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Why the China Eastern Crash Is Such a Shock to the Country

4 minute read

It’s still far too early to know for certain what caused China Eastern Flight 5735 to crash into hillside in southwestern China’s Guangxi province on Monday, but videos emerging on social media of a huge fire and smouldering wreckage don’t bode well for its 123 passengers and nine crew.

The Boeing 737-89P left Kunming at 13:11 p.m. local time and was due to arrive in Guangzhou at 15:05 pm but rapidly lost speed around 2:20 p.m. before entering a sharp descent, according to flight-tracking data. On Monday, China’s strongman President Xi Jinping ordered an “all out” rescue effort although state media has said the 600 emergency responders dispatched have found no sign of survivors.

Minds are already turning to what caused the plane to come down just southwest of the Chinese city of Wuzhou and what it means for China’s airlines. As of April 2020, China overtook the U.S. to have the world’s biggest aviation industry, which those in the industry hoped to be profitable again this year, despite being badly hit by the pandemic.

“It’ll be a huge shock to them,” David Newbery, a retired Hong Kong flight captain and accredited aircraft accident investigator, tells TIME. “The Chinese are a bit paranoid about air safety and will go ballistic at this one without a doubt.”

How China turned its airline safety record around has become a model for others. The nation experienced a spate of deadly crashes in the 1990s, including seven from 1992 to 1994 that claimed 492 lives. After that nadir, Beijing requested help from the U.S. Federal Aviation Administration (FAA), which sent advisers and provided guidance on how it meticulously regulated American aircraft operations.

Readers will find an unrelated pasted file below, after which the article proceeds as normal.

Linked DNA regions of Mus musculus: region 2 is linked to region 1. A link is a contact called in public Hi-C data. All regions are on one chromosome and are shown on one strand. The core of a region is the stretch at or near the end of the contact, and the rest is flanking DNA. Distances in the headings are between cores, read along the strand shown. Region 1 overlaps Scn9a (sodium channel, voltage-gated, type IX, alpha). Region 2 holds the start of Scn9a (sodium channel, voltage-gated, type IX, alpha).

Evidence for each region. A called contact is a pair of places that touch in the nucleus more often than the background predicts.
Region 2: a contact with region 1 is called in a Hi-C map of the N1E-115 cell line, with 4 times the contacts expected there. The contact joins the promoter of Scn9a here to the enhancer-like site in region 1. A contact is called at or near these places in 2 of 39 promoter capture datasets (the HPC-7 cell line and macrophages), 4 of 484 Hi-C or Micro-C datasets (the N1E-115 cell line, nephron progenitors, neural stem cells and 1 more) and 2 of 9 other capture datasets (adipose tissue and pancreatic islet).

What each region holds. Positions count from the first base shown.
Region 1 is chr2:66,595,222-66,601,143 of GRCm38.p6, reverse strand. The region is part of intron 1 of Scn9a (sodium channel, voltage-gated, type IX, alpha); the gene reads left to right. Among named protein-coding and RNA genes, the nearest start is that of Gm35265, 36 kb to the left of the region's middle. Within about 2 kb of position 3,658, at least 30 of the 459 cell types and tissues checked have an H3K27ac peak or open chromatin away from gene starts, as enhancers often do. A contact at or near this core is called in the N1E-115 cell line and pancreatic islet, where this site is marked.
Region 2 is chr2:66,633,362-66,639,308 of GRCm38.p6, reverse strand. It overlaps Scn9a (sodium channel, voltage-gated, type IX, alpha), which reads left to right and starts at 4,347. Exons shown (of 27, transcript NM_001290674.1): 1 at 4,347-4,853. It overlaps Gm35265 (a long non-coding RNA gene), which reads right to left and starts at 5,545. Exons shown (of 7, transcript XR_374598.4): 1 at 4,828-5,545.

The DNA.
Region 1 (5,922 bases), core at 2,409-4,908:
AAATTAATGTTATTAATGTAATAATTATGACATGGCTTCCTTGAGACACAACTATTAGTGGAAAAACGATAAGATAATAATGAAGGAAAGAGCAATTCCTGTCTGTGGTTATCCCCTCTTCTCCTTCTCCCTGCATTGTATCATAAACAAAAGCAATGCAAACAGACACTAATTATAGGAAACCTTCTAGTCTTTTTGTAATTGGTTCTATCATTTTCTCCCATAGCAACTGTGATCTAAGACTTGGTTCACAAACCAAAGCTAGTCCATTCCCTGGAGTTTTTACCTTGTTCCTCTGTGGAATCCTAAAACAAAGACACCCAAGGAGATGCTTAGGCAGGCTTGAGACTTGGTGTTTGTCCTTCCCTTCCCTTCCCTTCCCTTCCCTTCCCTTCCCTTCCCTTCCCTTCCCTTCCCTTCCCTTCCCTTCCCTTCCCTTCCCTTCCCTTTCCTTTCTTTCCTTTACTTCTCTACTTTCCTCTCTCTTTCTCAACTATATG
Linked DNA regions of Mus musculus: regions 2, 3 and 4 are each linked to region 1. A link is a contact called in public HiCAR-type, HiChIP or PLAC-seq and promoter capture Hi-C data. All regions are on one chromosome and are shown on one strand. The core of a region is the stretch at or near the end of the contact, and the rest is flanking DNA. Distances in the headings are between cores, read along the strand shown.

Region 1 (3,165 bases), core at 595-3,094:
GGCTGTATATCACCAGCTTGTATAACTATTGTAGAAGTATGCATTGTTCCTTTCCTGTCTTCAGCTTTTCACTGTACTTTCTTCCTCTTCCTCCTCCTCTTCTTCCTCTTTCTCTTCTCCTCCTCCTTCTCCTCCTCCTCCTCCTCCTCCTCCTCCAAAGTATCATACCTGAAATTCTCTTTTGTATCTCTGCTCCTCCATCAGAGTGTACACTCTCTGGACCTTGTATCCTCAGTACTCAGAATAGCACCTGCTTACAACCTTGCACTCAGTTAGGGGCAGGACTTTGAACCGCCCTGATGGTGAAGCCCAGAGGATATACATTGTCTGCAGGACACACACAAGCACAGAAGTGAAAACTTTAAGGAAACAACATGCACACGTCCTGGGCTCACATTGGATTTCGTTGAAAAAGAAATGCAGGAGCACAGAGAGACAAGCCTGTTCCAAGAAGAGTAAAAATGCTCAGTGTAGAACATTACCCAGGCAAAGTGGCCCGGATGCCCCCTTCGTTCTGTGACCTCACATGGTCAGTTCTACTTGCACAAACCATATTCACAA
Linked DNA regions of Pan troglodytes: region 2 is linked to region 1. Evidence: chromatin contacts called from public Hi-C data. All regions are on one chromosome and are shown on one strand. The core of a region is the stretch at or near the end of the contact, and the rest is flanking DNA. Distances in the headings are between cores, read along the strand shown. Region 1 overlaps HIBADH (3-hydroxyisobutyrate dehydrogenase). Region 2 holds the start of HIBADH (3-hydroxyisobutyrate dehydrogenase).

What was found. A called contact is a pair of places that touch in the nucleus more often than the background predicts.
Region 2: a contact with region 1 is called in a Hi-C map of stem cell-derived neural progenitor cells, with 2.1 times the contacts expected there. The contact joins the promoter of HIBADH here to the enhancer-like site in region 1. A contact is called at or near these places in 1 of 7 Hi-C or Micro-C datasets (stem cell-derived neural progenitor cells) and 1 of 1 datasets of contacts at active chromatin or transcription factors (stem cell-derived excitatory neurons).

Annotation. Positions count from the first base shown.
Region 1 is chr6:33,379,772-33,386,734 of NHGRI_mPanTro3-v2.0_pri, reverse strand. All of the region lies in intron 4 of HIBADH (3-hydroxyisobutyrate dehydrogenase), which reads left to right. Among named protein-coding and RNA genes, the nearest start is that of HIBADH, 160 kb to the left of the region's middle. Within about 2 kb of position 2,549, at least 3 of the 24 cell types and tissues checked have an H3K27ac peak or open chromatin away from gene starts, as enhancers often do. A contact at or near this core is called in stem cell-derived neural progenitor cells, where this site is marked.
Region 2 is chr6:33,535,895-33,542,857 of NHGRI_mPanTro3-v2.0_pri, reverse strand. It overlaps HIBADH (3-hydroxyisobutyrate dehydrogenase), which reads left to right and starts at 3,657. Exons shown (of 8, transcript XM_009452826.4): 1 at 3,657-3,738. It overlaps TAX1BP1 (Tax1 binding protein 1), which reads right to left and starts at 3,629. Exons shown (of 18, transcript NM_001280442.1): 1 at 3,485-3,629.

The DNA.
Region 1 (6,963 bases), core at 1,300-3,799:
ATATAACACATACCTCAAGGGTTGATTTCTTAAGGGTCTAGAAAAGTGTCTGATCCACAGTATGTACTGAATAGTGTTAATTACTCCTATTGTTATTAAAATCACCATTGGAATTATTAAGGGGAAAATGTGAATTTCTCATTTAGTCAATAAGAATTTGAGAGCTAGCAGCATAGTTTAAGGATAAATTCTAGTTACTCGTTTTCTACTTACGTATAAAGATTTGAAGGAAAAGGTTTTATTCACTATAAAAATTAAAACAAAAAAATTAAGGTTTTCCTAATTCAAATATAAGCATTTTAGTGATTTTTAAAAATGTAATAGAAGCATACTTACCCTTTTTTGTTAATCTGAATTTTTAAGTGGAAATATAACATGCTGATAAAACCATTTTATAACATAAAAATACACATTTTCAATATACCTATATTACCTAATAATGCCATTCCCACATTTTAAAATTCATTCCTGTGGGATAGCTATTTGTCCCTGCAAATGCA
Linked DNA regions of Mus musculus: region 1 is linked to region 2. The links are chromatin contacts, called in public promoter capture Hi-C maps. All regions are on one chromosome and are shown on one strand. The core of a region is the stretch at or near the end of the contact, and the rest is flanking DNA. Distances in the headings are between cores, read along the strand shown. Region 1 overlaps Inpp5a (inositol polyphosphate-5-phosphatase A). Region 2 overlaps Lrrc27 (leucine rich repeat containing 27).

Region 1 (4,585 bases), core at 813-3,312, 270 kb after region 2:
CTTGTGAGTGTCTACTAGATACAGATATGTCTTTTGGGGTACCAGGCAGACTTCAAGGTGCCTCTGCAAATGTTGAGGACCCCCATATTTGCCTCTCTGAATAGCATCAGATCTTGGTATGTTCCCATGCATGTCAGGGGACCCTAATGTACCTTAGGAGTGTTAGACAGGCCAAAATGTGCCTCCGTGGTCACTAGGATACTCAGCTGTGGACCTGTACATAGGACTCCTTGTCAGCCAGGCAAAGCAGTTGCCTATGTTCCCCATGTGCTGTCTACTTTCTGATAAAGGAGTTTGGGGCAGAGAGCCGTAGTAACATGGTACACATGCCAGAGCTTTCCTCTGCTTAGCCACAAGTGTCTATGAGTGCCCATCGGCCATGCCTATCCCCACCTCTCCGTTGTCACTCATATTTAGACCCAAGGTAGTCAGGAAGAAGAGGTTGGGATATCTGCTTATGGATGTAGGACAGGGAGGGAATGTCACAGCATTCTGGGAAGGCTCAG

China’s last major airline crash was in 2010, when an Embraer ERJ-190LR operated by Henan Airlines crashed while trying to land on a foggy runway, catching fire and killing 44 of the 96 people on board. Last year, China’s airlines recorded 100 million continuous hours of safe flight—the longest of any nation’s civilian aviation industry, according to state news wire Xinhua. That said, it has had its share of aviation tragedy; two thirds of the 239 passengers and crew on Malaysian Airlines Flight MH370—which vanished March 8, 2014, over the southern Indian Ocean—were Chinese.

Today, China’s own aviation regulations are even more stringent than the FAA’s. Following the March 2019 crash of a 737 Max 8 jetliner operated by Ethiopian Airlines, Chinese regulators grounded 96 of the aircraft operated by Chinese carriers within 20 hours, including 14 planes operated by China Eastern. Despite 737 Max aircraft getting the FAA green light to fly again last May, China waited until the winter before it allowed the planes to fly in the country—the last major market to do so.

The aircraft involved in Monday’s crash was not a Max. It had been delivered to Shanghai-based state airline China Eastern from Boeing in June 2015 and had been flying for more than six years. The single aisle, twin-engine Boeing 737 is one of the world’s most popular aircraft for short and medium-haul flights.

Neither China Eastern nor Boeing have officially commented on the crash, but the latter’s shares fell 7.8% in premarket trading in New York upon news of the tragedy.

The extent to which the crash will be investigated remains to be seen. Newbery says that in the past there has been a tendency in China to attribute blame to one scapegoat, draw a line under an incident and move on, rather than adopting a “Just Culture” system, which holistically examines all contributing factors and shares accountability across an organization.

“Air accidents are nearly always hugely complex and just to seize upon an individual and punish them quite often covers up systemic problems, which aren’t addressed,” he says. “Things like fatigue, pilots who are poorly trained on badly designed aeroplanes in weather conditions that were not conducive to flight safety quite often have bearings on accidents.”

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Write to Charlie Campbell at charlie.campbell@time.com